Bloom Energy to help bring fuel cell energy to South KoreaNovember 27, 2018
The California-based firm will be distributing its solid oxide fuel cell systems in the country.
Bloom Energy has announced a strategic partnership with SK Engineering and Construction (SK E&C) to bring fuel cell energy to South Korea. Under the new agreement, SK E&C will become a distributor of Bloom Energy Server solid oxide fuel cell (SOFC) systems in the nation.
South Korea is a world leader in the deployment of fuel cells for utility-scale electric power production.
The country already has approximately 300 megawatts (MW) of fuel cell energy deployed. Now, South Korea’s Ministry of Trade, Industry and Energy (MOTIE) 8th Electricity Supply Demand Plan has called for further expansion of these fuel cells for utility-scale electric power generation. MOTIE wants to see these deployments expand to an estimated 600 MW by 2022.
Bloom Energy is the world leader in stationary fuel cells and its fuel cell technology delivers clean, resilient and highly reliable “Always On” electric power with low carbon emission and almost no criteria air pollutants.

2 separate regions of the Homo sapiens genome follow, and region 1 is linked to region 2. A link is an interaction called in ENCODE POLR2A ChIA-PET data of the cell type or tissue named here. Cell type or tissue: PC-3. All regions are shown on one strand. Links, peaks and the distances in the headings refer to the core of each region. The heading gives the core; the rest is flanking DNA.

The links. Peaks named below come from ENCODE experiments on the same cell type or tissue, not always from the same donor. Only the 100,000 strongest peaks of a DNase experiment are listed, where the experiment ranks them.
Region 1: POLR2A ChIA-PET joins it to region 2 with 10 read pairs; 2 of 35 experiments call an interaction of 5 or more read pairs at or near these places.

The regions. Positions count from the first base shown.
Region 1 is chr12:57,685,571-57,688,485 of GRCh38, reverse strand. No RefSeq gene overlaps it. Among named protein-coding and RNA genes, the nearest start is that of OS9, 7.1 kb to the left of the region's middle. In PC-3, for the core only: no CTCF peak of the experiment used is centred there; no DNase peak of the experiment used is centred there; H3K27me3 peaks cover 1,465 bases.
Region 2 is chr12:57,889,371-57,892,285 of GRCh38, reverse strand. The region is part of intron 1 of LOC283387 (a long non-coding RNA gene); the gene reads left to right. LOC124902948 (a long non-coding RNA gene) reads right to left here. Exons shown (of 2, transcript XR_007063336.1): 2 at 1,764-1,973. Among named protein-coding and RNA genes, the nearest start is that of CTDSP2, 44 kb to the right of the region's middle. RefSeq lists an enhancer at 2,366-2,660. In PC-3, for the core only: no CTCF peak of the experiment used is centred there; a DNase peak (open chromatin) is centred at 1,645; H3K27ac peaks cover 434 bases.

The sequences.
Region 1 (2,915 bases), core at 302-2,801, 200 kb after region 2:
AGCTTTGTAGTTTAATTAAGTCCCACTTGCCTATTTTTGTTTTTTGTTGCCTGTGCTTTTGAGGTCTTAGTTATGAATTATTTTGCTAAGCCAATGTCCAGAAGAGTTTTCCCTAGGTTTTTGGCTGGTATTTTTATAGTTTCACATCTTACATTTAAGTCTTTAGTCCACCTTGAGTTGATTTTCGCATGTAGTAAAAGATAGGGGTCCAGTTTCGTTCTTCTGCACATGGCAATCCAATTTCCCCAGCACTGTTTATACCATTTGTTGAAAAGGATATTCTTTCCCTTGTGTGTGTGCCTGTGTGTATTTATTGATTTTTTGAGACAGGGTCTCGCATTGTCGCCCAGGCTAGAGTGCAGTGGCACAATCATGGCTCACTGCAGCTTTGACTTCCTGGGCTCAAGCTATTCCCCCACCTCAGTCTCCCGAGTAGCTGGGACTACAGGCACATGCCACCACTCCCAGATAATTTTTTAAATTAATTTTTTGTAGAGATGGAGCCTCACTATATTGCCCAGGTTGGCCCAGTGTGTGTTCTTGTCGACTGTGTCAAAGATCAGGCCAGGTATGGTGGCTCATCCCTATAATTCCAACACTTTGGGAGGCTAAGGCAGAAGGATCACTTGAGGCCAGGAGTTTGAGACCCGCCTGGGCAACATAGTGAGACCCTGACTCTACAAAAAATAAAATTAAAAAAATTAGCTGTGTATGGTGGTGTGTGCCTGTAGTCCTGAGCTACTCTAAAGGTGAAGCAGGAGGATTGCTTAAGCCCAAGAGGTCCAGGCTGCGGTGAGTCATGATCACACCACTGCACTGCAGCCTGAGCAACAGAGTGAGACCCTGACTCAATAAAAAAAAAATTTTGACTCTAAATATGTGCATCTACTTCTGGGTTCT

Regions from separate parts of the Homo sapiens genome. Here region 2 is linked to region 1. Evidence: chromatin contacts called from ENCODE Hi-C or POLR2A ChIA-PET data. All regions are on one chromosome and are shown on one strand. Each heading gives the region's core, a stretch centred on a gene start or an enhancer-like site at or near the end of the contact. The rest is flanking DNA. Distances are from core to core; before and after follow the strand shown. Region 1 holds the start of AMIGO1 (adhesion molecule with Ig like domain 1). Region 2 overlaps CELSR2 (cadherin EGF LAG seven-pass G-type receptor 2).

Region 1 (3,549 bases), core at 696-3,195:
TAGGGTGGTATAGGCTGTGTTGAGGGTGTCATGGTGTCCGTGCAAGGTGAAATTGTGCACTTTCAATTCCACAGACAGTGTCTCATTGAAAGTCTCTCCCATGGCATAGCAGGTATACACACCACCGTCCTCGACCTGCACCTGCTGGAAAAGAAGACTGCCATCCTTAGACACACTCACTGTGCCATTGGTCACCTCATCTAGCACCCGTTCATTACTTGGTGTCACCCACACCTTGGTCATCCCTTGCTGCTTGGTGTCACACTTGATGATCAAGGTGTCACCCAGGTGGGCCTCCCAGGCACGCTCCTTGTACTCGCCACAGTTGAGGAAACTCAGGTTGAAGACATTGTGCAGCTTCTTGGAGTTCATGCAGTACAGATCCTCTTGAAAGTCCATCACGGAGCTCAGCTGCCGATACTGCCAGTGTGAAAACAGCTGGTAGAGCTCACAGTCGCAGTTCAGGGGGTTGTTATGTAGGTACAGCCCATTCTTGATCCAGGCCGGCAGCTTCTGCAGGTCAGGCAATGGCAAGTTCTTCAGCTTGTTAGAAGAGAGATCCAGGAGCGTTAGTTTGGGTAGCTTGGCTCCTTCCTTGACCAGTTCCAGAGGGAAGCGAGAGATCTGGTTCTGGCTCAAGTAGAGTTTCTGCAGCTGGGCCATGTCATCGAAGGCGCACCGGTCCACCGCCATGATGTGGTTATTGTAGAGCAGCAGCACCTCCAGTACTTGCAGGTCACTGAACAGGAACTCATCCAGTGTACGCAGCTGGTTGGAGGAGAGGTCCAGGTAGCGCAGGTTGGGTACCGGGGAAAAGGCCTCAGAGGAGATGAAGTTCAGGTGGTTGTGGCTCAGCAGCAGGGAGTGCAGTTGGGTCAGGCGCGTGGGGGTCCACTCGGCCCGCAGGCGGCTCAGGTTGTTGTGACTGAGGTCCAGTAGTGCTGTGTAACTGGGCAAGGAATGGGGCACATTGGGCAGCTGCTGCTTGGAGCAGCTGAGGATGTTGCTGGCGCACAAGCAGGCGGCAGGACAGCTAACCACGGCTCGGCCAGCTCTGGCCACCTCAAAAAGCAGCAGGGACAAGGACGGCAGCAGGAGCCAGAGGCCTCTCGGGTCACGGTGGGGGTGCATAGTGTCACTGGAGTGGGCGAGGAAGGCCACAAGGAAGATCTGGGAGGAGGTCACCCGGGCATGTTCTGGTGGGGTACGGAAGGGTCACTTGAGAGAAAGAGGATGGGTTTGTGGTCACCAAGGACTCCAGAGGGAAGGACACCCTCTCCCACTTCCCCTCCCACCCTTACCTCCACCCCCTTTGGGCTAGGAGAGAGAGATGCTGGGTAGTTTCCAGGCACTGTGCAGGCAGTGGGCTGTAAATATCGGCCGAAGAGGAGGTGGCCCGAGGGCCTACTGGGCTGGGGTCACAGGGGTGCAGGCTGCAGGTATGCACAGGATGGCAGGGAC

The California-based company’s servers reportedly feature the highest delivered electrical efficiency of any commercial electric power generation system. This results in lower fuel consumption per kilowatt-hour of electricity produced.
The fuel cell energy agreement can help South Korea with its air pollution problem.
Due to the fact that Bloom Energy’s technology has virtually no criteria air pollutants, this means that it won’t contribute to South Korea’s “micro-dust” problem, which causes smog and respiratory diseases.
South Korea has the worst air quality among the 35 developed economies, according to the Organization from Economic Cooperation and Development. The nation’s dependency on coal power is a huge contributor to its air quality issues. According to MOTIE, coal power accounted for 45.3% of South Korea’s energy consumption last year.
“The leadership of SK Group shares our passionate belief that bringing clean and reliable electric power to people of South Korea can be good for business as well as for the environment,” said Bloom Energy Founder, Chairman and CEO KR Sridhar, in a Bloom Energy company press release.
The 8.53 MW Bloom Energy Server solution for a South Korean utility south of Seoul is completed and commercial operations are slated to begin later this year. The fuel cell energy project uses a very innovative “Power Tower” design and is believe to be the most energy-dense power plant in the world, producing 1 MW for every 787 square feet.